Deputy Seraph was an unfinished pilot for a television series in 1959 featuring the Marx Brothers: Groucho, Chico, and Harpo. The title was a pun on seraph (an angelic being) and sheriff, reflecting the Western shows that were popular on TV at the time.
|Country of origin||United Kingdom|
|No. of episodes||1 (unfinished pilot)|
|Running time||Approx. 0:15|
|Original release||never aired|
By 1959, the Marx Brothers were still popular but, in their sixties and seventies, were considered too old to make films or a regular television series. They hadn't appeared together in a decade, since their final film Love Happy in 1949.
On March 8, 1959, Chico and Harpo starred together in an episode of General Electric Theater called "The Incredible Jewel Robbery". The brothers played Harry and Nick, two inept robbers who try to pull a jewelry heist wearing Groucho Marx disguises. When they are caught and placed in a police lineup, the real Groucho shows up and is immediately fingered as the thief. Groucho delivers the only line in the otherwise silent program: "We won't talk until we see our lawyer!"
Encouraged by the audience reaction, in April the brothers began filming a pilot for Deputy Seraph, a proposed weekly TV series in which Chico and Harpo were angels whose job was to possess people for brief periods of time: bringing two lovers together, exposing a criminal, and so forth. Groucho was cast as a "Deputy Seraph" who would appear in approximately every third show to help undo some of the pandemonium created by his brothers. He would contact "the man upstairs" via telephone: saying, "Phone, please!," would cause a telephone handset to magically appear in his hand. ("I must find out how they do that," Groucho marveled). Phillip Rapp, a lifelong Marx Brothers fan, came up with the concept and served as the show's producer.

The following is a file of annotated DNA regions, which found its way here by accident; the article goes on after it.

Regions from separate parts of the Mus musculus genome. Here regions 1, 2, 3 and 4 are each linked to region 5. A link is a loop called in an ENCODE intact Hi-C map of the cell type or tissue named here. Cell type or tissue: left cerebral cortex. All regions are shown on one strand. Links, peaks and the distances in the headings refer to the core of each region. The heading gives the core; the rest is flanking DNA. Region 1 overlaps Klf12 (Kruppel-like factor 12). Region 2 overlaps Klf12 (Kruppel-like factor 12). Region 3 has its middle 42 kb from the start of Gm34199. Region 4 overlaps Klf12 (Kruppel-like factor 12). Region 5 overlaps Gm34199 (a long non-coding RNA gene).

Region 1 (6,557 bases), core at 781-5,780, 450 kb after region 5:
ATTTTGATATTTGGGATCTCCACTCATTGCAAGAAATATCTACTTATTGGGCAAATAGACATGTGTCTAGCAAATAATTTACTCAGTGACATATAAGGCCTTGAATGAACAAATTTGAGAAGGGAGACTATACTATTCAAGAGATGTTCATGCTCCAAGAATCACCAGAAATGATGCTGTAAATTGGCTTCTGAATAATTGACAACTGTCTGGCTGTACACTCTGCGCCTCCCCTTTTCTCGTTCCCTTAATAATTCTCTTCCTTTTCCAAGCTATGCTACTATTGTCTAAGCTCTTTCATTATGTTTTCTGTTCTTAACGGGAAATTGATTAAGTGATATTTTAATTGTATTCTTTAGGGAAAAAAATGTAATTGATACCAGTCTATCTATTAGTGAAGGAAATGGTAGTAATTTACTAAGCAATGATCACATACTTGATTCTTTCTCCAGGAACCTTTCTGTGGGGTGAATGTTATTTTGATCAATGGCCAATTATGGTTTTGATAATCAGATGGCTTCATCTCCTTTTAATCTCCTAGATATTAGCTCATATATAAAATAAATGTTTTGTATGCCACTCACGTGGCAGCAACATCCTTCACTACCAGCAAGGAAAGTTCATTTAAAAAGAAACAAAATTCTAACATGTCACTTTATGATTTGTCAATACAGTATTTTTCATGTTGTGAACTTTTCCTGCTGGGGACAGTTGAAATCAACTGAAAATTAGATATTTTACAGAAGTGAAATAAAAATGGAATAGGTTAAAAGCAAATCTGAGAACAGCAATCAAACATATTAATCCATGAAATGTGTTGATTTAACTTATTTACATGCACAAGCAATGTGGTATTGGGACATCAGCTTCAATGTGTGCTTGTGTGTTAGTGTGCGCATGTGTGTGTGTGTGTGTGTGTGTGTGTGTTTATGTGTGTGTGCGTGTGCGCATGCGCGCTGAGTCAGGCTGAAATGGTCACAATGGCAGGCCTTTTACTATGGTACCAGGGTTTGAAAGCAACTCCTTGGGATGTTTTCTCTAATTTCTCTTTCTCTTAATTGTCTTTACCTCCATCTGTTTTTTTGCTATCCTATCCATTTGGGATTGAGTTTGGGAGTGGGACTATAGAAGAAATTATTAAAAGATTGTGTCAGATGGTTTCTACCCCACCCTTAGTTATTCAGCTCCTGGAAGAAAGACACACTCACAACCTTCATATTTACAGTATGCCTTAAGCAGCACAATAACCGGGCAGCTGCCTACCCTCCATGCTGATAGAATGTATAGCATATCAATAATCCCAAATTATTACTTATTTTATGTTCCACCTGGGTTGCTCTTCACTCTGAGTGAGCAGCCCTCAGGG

The pilot story involved a triangle between a young composer, the niece of a compulsive gambler/concert pianist and a sleazy casino owner. A psychiatrist attributes the pianist's strange habit of shooting the piano keys and speaking in an impossible Italian accent to various childhood traumas (these predilections, of course, were Chico trademarks). In the end, the girl and boy get together and the villain gets his comeuppance.
Since the Marxes only had to film a fraction of each episode (with other actors/characters impersonating them for most of each show), the concept seemed ideal. The brothers were filmed in Hollywood, while the other scenes would have been shot at Pinewood Studios in England.
The pilot was never completed. When doctors discovered that Chico was suffering from arteriosclerosis (which would kill him two years later) and thus could not be insured, the producers had to cancel the project.